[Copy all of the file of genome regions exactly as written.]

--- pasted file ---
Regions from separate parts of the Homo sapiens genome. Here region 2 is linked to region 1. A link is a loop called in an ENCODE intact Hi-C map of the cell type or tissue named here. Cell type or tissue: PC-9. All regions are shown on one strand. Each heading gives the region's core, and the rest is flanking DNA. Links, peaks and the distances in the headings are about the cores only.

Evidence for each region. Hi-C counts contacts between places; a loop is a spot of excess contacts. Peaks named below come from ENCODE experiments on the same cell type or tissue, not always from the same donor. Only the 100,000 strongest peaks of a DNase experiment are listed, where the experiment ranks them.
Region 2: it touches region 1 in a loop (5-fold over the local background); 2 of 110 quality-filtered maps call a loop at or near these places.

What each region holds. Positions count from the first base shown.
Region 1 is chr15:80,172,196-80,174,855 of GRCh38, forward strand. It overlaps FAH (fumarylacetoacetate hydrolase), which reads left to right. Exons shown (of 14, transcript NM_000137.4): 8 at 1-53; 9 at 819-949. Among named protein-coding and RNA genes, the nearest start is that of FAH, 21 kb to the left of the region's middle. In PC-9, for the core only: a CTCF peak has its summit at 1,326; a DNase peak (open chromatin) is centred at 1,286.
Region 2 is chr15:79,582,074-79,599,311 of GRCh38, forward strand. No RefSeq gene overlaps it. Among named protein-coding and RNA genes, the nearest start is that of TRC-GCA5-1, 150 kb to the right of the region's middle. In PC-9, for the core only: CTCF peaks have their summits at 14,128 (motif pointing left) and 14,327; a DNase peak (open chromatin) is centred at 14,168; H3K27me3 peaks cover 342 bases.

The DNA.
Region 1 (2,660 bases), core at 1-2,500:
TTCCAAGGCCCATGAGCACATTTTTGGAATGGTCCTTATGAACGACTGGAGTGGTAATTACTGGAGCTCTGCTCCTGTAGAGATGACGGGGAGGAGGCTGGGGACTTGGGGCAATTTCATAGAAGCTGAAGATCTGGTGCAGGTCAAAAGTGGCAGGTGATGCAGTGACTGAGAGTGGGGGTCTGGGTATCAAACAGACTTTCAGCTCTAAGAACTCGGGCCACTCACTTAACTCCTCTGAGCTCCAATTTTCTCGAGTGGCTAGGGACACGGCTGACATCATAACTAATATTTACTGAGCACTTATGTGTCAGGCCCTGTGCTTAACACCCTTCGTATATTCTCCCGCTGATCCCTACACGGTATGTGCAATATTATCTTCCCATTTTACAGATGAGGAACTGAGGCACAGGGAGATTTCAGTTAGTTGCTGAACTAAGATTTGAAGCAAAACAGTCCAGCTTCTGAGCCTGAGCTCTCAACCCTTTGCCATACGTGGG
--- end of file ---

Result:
Regions from separate parts of the Homo sapiens genome. Here region 2 is linked to region 1. A link is a loop called in an ENCODE intact Hi-C map of the cell type or tissue named here. Cell type or tissue: PC-9. All regions are shown on one strand. Each heading gives the region's core, and the rest is flanking DNA. Links, peaks and the distances in the headings are about the cores only.

Evidence for each region. Hi-C counts contacts between places; a loop is a spot of excess contacts. Peaks named below come from ENCODE experiments on the same cell type or tissue, not always from the same donor. Only the 100,000 strongest peaks of a DNase experiment are listed, where the experiment ranks them.
Region 2: it touches region 1 in a loop (5-fold over the local background); 2 of 110 quality-filtered maps call a loop at or near these places.

What each region holds. Positions count from the first base shown.
Region 1 is chr15:80,172,196-80,174,855 of GRCh38, forward strand. It overlaps FAH (fumarylacetoacetate hydrolase), which reads left to right. Exons shown (of 14, transcript NM_000137.4): 8 at 1-53; 9 at 819-949. Among named protein-coding and RNA genes, the nearest start is that of FAH, 21 kb to the left of the region's middle. In PC-9, for the core only: a CTCF peak has its summit at 1,326; a DNase peak (open chromatin) is centred at 1,286.
Region 2 is chr15:79,582,074-79,599,311 of GRCh38, forward strand. No RefSeq gene overlaps it. Among named protein-coding and RNA genes, the nearest start is that of TRC-GCA5-1, 150 kb to the right of the region's middle. In PC-9, for the core only: CTCF peaks have their summits at 14,128 (motif pointing left) and 14,327; a DNase peak (open chromatin) is centred at 14,168; H3K27me3 peaks cover 342 bases.

The DNA.
Region 1 (2,660 bases), core at 1-2,500:
TTCCAAGGCCCATGAGCACATTTTTGGAATGGTCCTTATGAACGACTGGAGTGGTAATTACTGGAGCTCTGCTCCTGTAGAGATGACGGGGAGGAGGCTGGGGACTTGGGGCAATTTCATAGAAGCTGAAGATCTGGTGCAGGTCAAAAGTGGCAGGTGATGCAGTGACTGAGAGTGGGGGTCTGGGTATCAAACAGACTTTCAGCTCTAAGAACTCGGGCCACTCACTTAACTCCTCTGAGCTCCAATTTTCTCGAGTGGCTAGGGACACGGCTGACATCATAACTAATATTTACTGAGCACTTATGTGTCAGGCCCTGTGCTTAACACCCTTCGTATATTCTCCCGCTGATCCCTACACGGTATGTGCAATATTATCTTCCCATTTTACAGATGAGGAACTGAGGCACAGGGAGATTTCAGTTAGTTGCTGAACTAAGATTTGAAGCAAAACAGTCCAGCTTCTGAGCCTGAGCTCTCAACCCTTTGCCATACGTGGG